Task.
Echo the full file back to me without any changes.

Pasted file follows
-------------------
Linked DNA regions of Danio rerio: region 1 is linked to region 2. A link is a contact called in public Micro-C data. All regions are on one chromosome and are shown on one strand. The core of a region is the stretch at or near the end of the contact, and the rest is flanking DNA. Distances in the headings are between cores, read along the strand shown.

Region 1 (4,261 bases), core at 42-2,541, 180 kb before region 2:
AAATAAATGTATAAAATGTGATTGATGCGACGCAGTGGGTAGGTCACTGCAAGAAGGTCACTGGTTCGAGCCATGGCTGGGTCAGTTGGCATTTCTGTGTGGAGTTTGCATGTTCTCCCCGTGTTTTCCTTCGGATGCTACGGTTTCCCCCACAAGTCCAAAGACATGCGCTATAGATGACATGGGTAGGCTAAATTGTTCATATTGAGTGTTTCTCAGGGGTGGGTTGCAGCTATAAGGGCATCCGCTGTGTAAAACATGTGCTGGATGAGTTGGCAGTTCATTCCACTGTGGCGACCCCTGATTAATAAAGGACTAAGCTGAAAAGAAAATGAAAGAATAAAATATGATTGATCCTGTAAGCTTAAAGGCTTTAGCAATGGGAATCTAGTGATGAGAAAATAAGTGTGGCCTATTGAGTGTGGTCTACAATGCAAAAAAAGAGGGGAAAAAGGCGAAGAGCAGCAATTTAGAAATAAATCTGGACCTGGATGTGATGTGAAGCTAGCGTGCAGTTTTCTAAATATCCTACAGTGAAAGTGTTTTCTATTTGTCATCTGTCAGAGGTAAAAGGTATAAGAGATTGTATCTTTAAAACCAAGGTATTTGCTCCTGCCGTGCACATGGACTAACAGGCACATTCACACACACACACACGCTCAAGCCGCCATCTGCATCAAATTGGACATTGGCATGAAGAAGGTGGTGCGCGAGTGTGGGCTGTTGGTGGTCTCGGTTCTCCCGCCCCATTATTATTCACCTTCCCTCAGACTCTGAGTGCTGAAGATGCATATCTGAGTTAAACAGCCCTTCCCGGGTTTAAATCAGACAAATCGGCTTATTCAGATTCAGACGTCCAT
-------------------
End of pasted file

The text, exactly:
Linked DNA regions of Danio rerio: region 1 is linked to region 2. A link is a contact called in public Micro-C data. All regions are on one chromosome and are shown on one strand. The core of a region is the stretch at or near the end of the contact, and the rest is flanking DNA. Distances in the headings are between cores, read along the strand shown.

Region 1 (4,261 bases), core at 42-2,541, 180 kb before region 2:
AAATAAATGTATAAAATGTGATTGATGCGACGCAGTGGGTAGGTCACTGCAAGAAGGTCACTGGTTCGAGCCATGGCTGGGTCAGTTGGCATTTCTGTGTGGAGTTTGCATGTTCTCCCCGTGTTTTCCTTCGGATGCTACGGTTTCCCCCACAAGTCCAAAGACATGCGCTATAGATGACATGGGTAGGCTAAATTGTTCATATTGAGTGTTTCTCAGGGGTGGGTTGCAGCTATAAGGGCATCCGCTGTGTAAAACATGTGCTGGATGAGTTGGCAGTTCATTCCACTGTGGCGACCCCTGATTAATAAAGGACTAAGCTGAAAAGAAAATGAAAGAATAAAATATGATTGATCCTGTAAGCTTAAAGGCTTTAGCAATGGGAATCTAGTGATGAGAAAATAAGTGTGGCCTATTGAGTGTGGTCTACAATGCAAAAAAAGAGGGGAAAAAGGCGAAGAGCAGCAATTTAGAAATAAATCTGGACCTGGATGTGATGTGAAGCTAGCGTGCAGTTTTCTAAATATCCTACAGTGAAAGTGTTTTCTATTTGTCATCTGTCAGAGGTAAAAGGTATAAGAGATTGTATCTTTAAAACCAAGGTATTTGCTCCTGCCGTGCACATGGACTAACAGGCACATTCACACACACACACACGCTCAAGCCGCCATCTGCATCAAATTGGACATTGGCATGAAGAAGGTGGTGCGCGAGTGTGGGCTGTTGGTGGTCTCGGTTCTCCCGCCCCATTATTATTCACCTTCCCTCAGACTCTGAGTGCTGAAGATGCATATCTGAGTTAAACAGCCCTTCCCGGGTTTAAATCAGACAAATCGGCTTATTCAGATTCAGACGTCCAT